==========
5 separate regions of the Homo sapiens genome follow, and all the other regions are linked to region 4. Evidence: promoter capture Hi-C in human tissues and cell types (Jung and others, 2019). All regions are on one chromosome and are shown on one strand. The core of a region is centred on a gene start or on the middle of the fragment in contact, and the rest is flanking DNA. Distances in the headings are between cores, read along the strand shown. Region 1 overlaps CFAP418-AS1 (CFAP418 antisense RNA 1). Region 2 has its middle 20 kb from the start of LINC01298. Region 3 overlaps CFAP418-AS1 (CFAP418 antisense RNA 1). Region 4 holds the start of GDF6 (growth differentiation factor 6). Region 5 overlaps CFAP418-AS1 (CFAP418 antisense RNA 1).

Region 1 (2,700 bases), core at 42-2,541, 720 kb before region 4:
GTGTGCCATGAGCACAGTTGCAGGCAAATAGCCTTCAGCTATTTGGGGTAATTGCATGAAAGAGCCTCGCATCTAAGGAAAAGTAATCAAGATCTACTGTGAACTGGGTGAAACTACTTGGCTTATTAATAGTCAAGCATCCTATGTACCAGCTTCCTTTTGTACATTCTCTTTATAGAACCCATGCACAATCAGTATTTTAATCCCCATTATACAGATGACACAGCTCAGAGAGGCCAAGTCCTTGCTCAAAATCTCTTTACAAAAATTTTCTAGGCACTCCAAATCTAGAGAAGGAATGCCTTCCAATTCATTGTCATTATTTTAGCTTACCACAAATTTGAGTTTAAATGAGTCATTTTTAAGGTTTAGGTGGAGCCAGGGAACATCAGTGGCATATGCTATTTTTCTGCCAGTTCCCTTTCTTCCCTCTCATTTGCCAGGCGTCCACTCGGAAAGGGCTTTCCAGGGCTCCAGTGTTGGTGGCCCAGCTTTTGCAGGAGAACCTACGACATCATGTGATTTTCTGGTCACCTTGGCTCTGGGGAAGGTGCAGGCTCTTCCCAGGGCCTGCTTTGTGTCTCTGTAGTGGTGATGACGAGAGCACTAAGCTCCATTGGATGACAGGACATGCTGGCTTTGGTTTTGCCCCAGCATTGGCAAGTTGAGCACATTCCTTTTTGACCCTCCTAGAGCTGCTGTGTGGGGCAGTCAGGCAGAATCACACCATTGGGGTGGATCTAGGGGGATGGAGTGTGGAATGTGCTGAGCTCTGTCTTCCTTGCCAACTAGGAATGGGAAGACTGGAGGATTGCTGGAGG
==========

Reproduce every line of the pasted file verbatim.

5 separate regions of the Homo sapiens genome follow, and all the other regions are linked to region 4. Evidence: promoter capture Hi-C in human tissues and cell types (Jung and others, 2019). All regions are on one chromosome and are shown on one strand. The core of a region is centred on a gene start or on the middle of the fragment in contact, and the rest is flanking DNA. Distances in the headings are between cores, read along the strand shown. Region 1 overlaps CFAP418-AS1 (CFAP418 antisense RNA 1). Region 2 has its middle 20 kb from the start of LINC01298. Region 3 overlaps CFAP418-AS1 (CFAP418 antisense RNA 1). Region 4 holds the start of GDF6 (growth differentiation factor 6). Region 5 overlaps CFAP418-AS1 (CFAP418 antisense RNA 1).

Region 1 (2,700 bases), core at 42-2,541, 720 kb before region 4:
GTGTGCCATGAGCACAGTTGCAGGCAAATAGCCTTCAGCTATTTGGGGTAATTGCATGAAAGAGCCTCGCATCTAAGGAAAAGTAATCAAGATCTACTGTGAACTGGGTGAAACTACTTGGCTTATTAATAGTCAAGCATCCTATGTACCAGCTTCCTTTTGTACATTCTCTTTATAGAACCCATGCACAATCAGTATTTTAATCCCCATTATACAGATGACACAGCTCAGAGAGGCCAAGTCCTTGCTCAAAATCTCTTTACAAAAATTTTCTAGGCACTCCAAATCTAGAGAAGGAATGCCTTCCAATTCATTGTCATTATTTTAGCTTACCACAAATTTGAGTTTAAATGAGTCATTTTTAAGGTTTAGGTGGAGCCAGGGAACATCAGTGGCATATGCTATTTTTCTGCCAGTTCCCTTTCTTCCCTCTCATTTGCCAGGCGTCCACTCGGAAAGGGCTTTCCAGGGCTCCAGTGTTGGTGGCCCAGCTTTTGCAGGAGAACCTACGACATCATGTGATTTTCTGGTCACCTTGGCTCTGGGGAAGGTGCAGGCTCTTCCCAGGGCCTGCTTTGTGTCTCTGTAGTGGTGATGACGAGAGCACTAAGCTCCATTGGATGACAGGACATGCTGGCTTTGGTTTTGCCCCAGCATTGGCAAGTTGAGCACATTCCTTTTTGACCCTCCTAGAGCTGCTGTGTGGGGCAGTCAGGCAGAATCACACCATTGGGGTGGATCTAGGGGGATGGAGTGTGGAATGTGCTGAGCTCTGTCTTCCTTGCCAACTAGGAATGGGAAGACTGGAGGATTGCTGGAGG